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Children as active researchers and contributers

The trend of involving children more actively as part of their right to participate introduces new creative child-friendly participatory methods. Youth experts in the Netherlands adapted research methods, which helped the participating children gain new insight into the chosen topics, but most importantly made them active contributers to already existing knowledge based on research of adults. 

In order to use the full potential of children and to stimulate their critical thinking, Alexander Foundation and International Child Development Initiatives set up a pilot-project on research by children aged 11-12. The project was presented at the Child in the City conference in Stuttgart and the presenters revealed the following:

“This so-called Child Research Group was challenged to reflect on their position as a child within the society and to explore how other children experience their position,” commented Asia Sarti, Project Manager at the Alexander Foundation.

Recruitment

The Child Research Group carried out a research in a period of three months during the first two quarters of 2010. The researchers were inspired by the method being used at the Child Research Center at the Open University in The United Kingdom. The research activities have been adapted to the Dutch context and resulted in a training program of 10 sessions.

Research approach

Sarti explained, “During these sessions the children made their own research framework and carried out the research. The background of the research was formed by the International Convention of the Rights of the Child. The children chose a specific theme for their own research, related to the one or several children’s rights.”

Several topics were chosen for example: the climate, playing and toys, leisure time, bullying and the right to information.

“These themes all have in common that they act upon the way children judge the quality of life and their environment and the extent to which they have influence upon, ” added Sarti.

After defining the research topic, the children were challenged to formulate research questions and to develop methods and instruments for collecting the data. The children also discussed ethics within research and have drawn their own code of conduct that was applied during the research.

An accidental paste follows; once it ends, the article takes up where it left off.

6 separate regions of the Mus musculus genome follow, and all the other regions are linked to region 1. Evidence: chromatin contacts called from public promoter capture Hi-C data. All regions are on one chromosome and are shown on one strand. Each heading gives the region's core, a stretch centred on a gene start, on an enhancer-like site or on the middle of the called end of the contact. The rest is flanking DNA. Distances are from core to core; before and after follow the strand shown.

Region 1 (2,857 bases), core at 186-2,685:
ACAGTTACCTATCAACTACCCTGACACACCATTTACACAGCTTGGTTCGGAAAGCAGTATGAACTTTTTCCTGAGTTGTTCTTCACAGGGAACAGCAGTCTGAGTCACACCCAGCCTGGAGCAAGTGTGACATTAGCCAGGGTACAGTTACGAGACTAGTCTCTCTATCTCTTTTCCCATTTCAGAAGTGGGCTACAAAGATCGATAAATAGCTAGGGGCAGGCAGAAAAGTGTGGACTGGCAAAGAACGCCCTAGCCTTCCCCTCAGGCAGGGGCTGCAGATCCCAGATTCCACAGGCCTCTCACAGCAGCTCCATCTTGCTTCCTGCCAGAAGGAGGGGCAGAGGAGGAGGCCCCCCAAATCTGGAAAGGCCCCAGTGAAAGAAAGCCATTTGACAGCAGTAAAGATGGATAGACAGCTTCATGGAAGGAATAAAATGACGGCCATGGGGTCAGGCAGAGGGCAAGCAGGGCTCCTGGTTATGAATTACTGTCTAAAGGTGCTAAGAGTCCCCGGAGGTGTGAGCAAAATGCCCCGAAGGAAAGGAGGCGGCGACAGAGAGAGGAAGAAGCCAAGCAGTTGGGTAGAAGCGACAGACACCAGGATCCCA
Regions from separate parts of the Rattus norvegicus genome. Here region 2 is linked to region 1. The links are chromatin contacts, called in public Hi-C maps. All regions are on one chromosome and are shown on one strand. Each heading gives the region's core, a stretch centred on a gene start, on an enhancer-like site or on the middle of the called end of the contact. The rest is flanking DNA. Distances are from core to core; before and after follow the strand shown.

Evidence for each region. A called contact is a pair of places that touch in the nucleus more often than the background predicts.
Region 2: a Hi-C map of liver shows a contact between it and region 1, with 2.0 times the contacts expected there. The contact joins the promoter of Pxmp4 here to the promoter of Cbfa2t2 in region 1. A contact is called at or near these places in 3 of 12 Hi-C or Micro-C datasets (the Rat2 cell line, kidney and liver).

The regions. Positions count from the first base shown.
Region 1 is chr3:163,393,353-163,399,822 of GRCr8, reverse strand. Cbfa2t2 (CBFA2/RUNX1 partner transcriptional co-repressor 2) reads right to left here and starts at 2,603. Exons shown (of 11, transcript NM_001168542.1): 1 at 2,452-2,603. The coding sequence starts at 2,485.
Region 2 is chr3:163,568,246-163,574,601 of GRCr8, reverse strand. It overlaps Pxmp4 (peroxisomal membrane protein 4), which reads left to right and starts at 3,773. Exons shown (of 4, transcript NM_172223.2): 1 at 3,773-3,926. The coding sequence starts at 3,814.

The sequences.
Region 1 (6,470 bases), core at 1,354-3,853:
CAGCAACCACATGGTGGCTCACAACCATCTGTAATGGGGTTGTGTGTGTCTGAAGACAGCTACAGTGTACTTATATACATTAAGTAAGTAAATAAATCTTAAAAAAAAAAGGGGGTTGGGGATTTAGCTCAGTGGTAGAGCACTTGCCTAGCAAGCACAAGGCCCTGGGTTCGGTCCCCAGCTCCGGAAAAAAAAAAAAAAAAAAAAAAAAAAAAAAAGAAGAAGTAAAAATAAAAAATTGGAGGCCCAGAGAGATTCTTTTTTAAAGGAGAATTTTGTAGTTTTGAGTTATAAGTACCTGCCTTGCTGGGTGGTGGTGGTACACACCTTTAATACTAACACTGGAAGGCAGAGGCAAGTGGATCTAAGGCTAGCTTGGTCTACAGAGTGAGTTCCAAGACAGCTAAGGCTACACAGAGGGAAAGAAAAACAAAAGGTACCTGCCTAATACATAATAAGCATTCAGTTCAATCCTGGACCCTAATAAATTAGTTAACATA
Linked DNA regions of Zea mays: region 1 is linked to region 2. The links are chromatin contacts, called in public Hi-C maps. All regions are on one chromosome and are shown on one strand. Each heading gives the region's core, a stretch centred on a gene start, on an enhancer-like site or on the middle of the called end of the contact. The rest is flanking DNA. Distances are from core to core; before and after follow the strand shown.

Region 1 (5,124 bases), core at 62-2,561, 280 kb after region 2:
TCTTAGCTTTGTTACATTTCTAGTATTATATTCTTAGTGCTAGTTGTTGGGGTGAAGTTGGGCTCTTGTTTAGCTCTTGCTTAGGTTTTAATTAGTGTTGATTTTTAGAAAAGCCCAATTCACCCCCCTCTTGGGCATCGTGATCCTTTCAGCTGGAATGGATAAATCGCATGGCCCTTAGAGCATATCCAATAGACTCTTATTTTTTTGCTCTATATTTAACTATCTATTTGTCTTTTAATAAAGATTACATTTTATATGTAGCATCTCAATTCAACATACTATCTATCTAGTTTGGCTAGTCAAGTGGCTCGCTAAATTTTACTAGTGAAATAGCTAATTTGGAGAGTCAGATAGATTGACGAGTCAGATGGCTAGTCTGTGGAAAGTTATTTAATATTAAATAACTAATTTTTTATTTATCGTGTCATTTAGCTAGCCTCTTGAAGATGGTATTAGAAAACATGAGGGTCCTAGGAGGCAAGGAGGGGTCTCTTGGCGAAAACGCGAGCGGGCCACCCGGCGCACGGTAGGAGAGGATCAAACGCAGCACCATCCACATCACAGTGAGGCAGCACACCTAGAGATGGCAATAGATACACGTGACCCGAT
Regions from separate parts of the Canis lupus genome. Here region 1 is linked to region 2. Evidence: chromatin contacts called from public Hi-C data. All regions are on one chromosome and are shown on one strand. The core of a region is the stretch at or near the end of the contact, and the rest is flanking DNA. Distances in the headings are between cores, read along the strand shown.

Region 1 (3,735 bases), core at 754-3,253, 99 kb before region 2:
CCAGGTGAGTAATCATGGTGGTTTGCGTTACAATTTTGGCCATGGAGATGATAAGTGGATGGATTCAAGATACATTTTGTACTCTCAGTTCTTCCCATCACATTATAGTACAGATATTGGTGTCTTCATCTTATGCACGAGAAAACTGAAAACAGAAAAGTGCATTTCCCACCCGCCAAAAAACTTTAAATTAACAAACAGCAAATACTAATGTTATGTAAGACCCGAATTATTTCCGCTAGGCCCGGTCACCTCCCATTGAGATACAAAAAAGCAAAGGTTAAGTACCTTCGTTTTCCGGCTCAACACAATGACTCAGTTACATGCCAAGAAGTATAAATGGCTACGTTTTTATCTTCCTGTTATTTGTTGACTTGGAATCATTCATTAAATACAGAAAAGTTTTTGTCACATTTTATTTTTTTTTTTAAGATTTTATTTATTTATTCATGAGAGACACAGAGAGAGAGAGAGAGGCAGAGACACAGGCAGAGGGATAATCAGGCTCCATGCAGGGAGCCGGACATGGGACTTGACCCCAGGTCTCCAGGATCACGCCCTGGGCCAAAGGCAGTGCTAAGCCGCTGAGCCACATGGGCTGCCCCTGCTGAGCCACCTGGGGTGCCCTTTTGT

Children’s findings

With their own set of methods, the children reached out to peers and carried out questionnaires, interviews and observations. After gathering these data, the children analysed them and drew several conclusions. The results will be presented in May 2010 for a broad audience including parents, teachers, policy makers, media etc.

Benefits for the young

“Besides activating children, this project has a strong educational component by teaching children research skills. Step by step, the children came to know about the different components of doing a research. Several important elements as collecting data have been introduced and practiced.”

About Alexander Foundation

Alexander Foundation is a non-profit Dutch national research institute on youth participation that implements projects for those already working with or interested to work with youth participation.
Since 1993, the Alexander Foundation has been active in the area of participatory youth research and has set up training and coaching programs for children, young people and professionals that draw on a variety of participatory methods.

Author: Marketa Vesela

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